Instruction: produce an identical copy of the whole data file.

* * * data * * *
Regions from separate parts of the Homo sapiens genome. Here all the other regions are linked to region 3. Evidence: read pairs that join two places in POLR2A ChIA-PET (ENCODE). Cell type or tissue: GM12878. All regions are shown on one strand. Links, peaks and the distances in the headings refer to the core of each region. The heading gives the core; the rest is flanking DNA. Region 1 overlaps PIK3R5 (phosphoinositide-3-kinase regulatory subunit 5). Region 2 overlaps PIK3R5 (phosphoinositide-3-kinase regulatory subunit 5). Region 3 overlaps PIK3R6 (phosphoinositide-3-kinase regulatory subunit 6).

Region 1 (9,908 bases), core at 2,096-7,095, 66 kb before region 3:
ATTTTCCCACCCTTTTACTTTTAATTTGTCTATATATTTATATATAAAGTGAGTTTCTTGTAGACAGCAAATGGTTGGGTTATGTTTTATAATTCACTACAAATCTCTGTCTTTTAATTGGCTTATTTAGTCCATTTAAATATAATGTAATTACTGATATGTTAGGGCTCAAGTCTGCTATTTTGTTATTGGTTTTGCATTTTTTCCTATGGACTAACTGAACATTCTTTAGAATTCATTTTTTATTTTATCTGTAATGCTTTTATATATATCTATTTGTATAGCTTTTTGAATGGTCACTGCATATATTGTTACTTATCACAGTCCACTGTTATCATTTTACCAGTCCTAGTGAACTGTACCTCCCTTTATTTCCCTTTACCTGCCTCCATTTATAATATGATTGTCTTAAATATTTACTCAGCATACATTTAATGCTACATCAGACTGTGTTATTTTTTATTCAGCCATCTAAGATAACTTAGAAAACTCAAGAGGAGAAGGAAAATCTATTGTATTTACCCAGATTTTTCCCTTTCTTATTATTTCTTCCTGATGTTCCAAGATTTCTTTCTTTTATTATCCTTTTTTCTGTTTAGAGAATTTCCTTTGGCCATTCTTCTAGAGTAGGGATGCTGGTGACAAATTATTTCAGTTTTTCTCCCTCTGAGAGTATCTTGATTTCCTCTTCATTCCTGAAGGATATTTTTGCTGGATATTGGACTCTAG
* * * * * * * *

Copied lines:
Regions from separate parts of the Homo sapiens genome. Here all the other regions are linked to region 3. Evidence: read pairs that join two places in POLR2A ChIA-PET (ENCODE). Cell type or tissue: GM12878. All regions are shown on one strand. Links, peaks and the distances in the headings refer to the core of each region. The heading gives the core; the rest is flanking DNA. Region 1 overlaps PIK3R5 (phosphoinositide-3-kinase regulatory subunit 5). Region 2 overlaps PIK3R5 (phosphoinositide-3-kinase regulatory subunit 5). Region 3 overlaps PIK3R6 (phosphoinositide-3-kinase regulatory subunit 6).

Region 1 (9,908 bases), core at 2,096-7,095, 66 kb before region 3:
ATTTTCCCACCCTTTTACTTTTAATTTGTCTATATATTTATATATAAAGTGAGTTTCTTGTAGACAGCAAATGGTTGGGTTATGTTTTATAATTCACTACAAATCTCTGTCTTTTAATTGGCTTATTTAGTCCATTTAAATATAATGTAATTACTGATATGTTAGGGCTCAAGTCTGCTATTTTGTTATTGGTTTTGCATTTTTTCCTATGGACTAACTGAACATTCTTTAGAATTCATTTTTTATTTTATCTGTAATGCTTTTATATATATCTATTTGTATAGCTTTTTGAATGGTCACTGCATATATTGTTACTTATCACAGTCCACTGTTATCATTTTACCAGTCCTAGTGAACTGTACCTCCCTTTATTTCCCTTTACCTGCCTCCATTTATAATATGATTGTCTTAAATATTTACTCAGCATACATTTAATGCTACATCAGACTGTGTTATTTTTTATTCAGCCATCTAAGATAACTTAGAAAACTCAAGAGGAGAAGGAAAATCTATTGTATTTACCCAGATTTTTCCCTTTCTTATTATTTCTTCCTGATGTTCCAAGATTTCTTTCTTTTATTATCCTTTTTTCTGTTTAGAGAATTTCCTTTGGCCATTCTTCTAGAGTAGGGATGCTGGTGACAAATTATTTCAGTTTTTCTCCCTCTGAGAGTATCTTGATTTCCTCTTCATTCCTGAAGGATATTTTTGCTGGATATTGGACTCTAG